Life of A Peace Corps Volunteer (Part 1)

On June 5, 2015, 38 American Peace Corps volunteers boarded a plane for Kosovo, the newest country in Europe and the youngest country with an average age of 29 years.

Though we all came as TEFL teachers and community developers, I came becauseI wanted to empower the disempowered nationals of Kosovo. I came to help break the cycle of Balkan bloodshed and intolerance. I came to help unify Kosovo’s youngest generation around a new identity and to help youth become national and world leaders in the coming years.

But I also came for me. I came to get to the bottom of myself and see what I was made of and to reach beyond myself towards my full potential and see what I could create as part of the first wave of Peace Corps Kosovo.


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For my first 3 months, I stayed in Southern Kosovo for language and cultural training with an Albanian host family. My host father was a builder and had 5 young daughters. He didn’t say much that first day as I was getting to know my sisters and meeting all the relatives. He just kept staring at me. Later that night, he took me and his 2 oldest daughters to a café and told me stories of the war and how American soldiers had come to Kosovo and saved his family. “I never thought that one day I would have an American under my roof.” He told me. With tears in his eyes. “The moment you hugged my wife and daughters today was the happiest moment of my life.”

It was at that moment I realized, whatever the reasons I had come or thought I had come, to this man, I was an American  whose family had saved his family, and now he was repaying the debt. Looking back, I think it was one of the most humbling moments of my life.



My permanent site was a small village in the mountains that had been completely burned down during the war. My new family of 9 was extremely poor and began demanding more money shortly after I moved in. I gave them 10 extra euros each month for rent but a few months later they began stealing from me. They stopped feeding me and would lock all the food up and leave for the day or the weekend. I couldn’t tell anyone in my village. I knew that a lot of people would have helped me if they had known, but telling people I was being mistreated would significantly impact my service. The constant stress and isolation were brutal that first year.

I thought a lot about quitting; I thought a lot about not quitting. Some people might call it stubbornness that kept me there; I call it fear. I knew in my heart that if I let this situation get the best of me and quit, I would lose respect for myself, and to me, that was more terrifying than 2 years of isolation and stress. So I stayed in my village and quietly began looking for another host family.



The first winter was bitterly cold; everything in my room froze. I would wake up seeing my breath in the air and frost in my room. I bought a small heater but the power was unreliable and electricity was so expensive that I could barely use it. I took hot water bottles to bed and piled on the blankets and sweatshirts. School was a 20 minute walk down the mountain and across a small brook. There was a narrow wooden plank for a bridge to balance across but I never knew if it had been washed away or buried under the snow.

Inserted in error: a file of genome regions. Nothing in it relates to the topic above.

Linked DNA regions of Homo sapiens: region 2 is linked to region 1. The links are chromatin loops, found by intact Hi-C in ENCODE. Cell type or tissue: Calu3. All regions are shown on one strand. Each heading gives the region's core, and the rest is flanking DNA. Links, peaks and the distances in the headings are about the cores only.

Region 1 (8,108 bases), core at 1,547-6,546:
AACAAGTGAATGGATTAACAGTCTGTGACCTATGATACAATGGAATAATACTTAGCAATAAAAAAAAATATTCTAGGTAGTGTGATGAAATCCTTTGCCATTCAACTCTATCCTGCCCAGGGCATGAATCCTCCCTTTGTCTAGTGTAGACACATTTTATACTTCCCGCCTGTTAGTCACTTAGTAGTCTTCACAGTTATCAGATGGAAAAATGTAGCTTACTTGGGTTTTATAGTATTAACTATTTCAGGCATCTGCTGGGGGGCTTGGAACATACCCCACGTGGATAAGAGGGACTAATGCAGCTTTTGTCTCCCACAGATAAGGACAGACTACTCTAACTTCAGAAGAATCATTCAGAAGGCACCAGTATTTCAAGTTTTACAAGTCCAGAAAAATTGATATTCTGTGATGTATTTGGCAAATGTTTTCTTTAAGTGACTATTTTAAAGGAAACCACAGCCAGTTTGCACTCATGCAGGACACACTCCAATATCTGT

Sometimes my host mom would give me 2 boiled eggs for breakfast and I would use them as hand warmers on my walk. Though the school was poorly heated, there was a wood-burning stove in the teachers’ room and the promise of hot coffee by a warm stufa would get me down the mountain to school each morning.



The only building not burned down in the war was the school with no indoor plumbing, unreliable heating, and chalkboards and lights that didn’t work. English was not valued as a necessary skill in my community so most students didn’t speak English and were not interested in learning. That same year, Kosovo took its first PISA test and scored in the bottom 3 countries for worst education in the world. Everything from the teaching environment to the curriculum was problematic as I attempted to mentor the English teachers as well as teach.

“Good things happen slowly and bad things happen fast” was a Peace Corps motto that kept me motivated to keep working each day. I showed teachers how to create tests for each quarter to help make grades more objective and modeled student-centered teaching practices. Progress was slow, however, and some days non-existent. Each part of the educational system blamed the other for the failure that was Kosovo and both blamed the government and the world for not helping.



A few months in, I was able to create English courses and clubs for my students. These community projects were the saving grace of my service that first year because they were the only time I was completely in control and had a group of students motivated to learn. We played games. We took part in competitions and hosted fundraisers to buy school supplies and host a summer camp. I took them on various field trips and exposed them to as many new ideas and experiences as I could.

Many times there was no available room and we found ourselves meeting in an empty storage room or student’s houses but we made it through the winter and into summer. Many students walked long distances in the cold and dark to attend each course during the school year. But those were the risks of village life and we always found a way to meet and develop ourselves and our community.

…to continue reading my story…

Life of a Peace Corps Volunteer (Part 2)